How has the way you understand the world changed over time, and what (or who) prompted the most significant shifts in your thinking? 

Related to my answer above, I would suggest that, unlike the optimism that we had at the end of the Cold War, power has actually been wrested away from people more than ever before. It’s insidious – and not so insidious in some cases – but the extractive industries, weapons corporations, neoliberal economic advocates etc., have been able to wield enormous influence over domestic and global politics, especially in the last 30 – 40 years. This poses a dilemma for me as an academic – it has made me think about how we actually achieve positive change against such enormous barriers. As a result, I’ve also become a little frustrated with academia at times. Sometimes it seems like academics are focusing on fairly abstract issues, and the aim is to publish in top ranking journals, etc., but these writings are usually only read by fellow academics, and they remain obscure to many. I’m not knocking it completely; I understand there is a place for knowledge for its own sake. 

But I’ve become more inclined towards using my skills as an academic – teaching and researching – to trying to achieve positive change. And we’re not achieving change today. Given the (very negative and undemocratic) elements of agency in politics today, I see a real need for greater advocacy on the part of academics. Instead, the trend is for governments – and not just in populist countries – to disregard academics, specialists, scientists etc. Meanwhile vested interests make a fortune. I find that disturbing. What’s the point of us being involved in academia, unless we call this out and argue more strongly for peace, the health of our planet and the well-being of our fellow humans?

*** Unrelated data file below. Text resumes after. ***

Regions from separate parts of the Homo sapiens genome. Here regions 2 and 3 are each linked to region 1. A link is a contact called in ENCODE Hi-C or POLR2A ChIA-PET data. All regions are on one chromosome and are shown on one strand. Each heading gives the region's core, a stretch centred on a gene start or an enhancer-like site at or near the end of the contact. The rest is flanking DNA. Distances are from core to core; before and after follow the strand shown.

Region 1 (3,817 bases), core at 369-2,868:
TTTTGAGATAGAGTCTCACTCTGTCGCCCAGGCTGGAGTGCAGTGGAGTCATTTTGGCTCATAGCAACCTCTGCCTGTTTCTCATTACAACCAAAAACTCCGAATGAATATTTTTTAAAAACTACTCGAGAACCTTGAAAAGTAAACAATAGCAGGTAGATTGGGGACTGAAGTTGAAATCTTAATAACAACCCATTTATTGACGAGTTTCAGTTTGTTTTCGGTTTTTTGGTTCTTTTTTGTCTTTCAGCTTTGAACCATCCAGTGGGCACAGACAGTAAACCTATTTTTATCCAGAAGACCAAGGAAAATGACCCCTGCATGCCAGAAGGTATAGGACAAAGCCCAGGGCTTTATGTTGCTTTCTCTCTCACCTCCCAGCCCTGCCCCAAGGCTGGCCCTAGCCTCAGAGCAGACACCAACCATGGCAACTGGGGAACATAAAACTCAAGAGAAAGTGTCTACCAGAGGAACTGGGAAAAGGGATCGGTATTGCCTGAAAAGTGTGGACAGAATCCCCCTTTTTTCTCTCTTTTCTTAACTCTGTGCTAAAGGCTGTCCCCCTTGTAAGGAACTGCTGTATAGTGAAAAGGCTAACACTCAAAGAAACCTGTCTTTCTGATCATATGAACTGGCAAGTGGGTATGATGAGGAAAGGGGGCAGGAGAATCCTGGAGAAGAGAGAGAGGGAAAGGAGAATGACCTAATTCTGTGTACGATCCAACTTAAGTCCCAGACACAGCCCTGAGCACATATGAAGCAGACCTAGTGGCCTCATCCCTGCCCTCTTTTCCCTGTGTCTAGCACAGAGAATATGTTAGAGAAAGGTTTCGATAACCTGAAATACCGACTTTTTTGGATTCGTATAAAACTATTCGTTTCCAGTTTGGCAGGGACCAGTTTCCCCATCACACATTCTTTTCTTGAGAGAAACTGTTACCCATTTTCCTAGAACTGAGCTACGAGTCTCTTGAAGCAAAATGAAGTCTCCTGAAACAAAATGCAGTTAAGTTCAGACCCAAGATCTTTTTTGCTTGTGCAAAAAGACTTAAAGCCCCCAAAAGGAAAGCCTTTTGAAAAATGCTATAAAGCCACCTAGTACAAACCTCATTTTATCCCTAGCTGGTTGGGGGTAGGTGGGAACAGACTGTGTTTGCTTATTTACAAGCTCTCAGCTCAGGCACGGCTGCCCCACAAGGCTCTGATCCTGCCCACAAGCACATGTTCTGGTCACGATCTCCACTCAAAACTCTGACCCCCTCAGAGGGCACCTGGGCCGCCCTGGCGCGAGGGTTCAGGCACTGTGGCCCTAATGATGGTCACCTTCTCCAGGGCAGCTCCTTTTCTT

To what extent does nuclear warfare represent a humanitarian threat and the undermining of rights for future generations? How has the notion of ethics in world politics been absent for nuclear strategy debates in the past? To begin with, we have placed too much faith in nuclear deterrence always working – one day, it won’t. This is why we have to consider the consequences of nuclear use. The focus on the humanitarian consequences of nuclear weapons has been key to getting a treaty in the UN which now renders them illegal. This is the Treaty on the Prohibition of Nuclear Weapons (TPNW). The nine nuclear weapon states, and especially the P5, have of course resisted any such treaty. They didn’t mind chemical weapons and biological weapons being made illegal, but the other kind of weapon of mass destruction – nuclear weapons – was sacrosanct. And so it took 72 years since the first nuclear weapon was dropped for the world to get a treaty outlawing these weapons.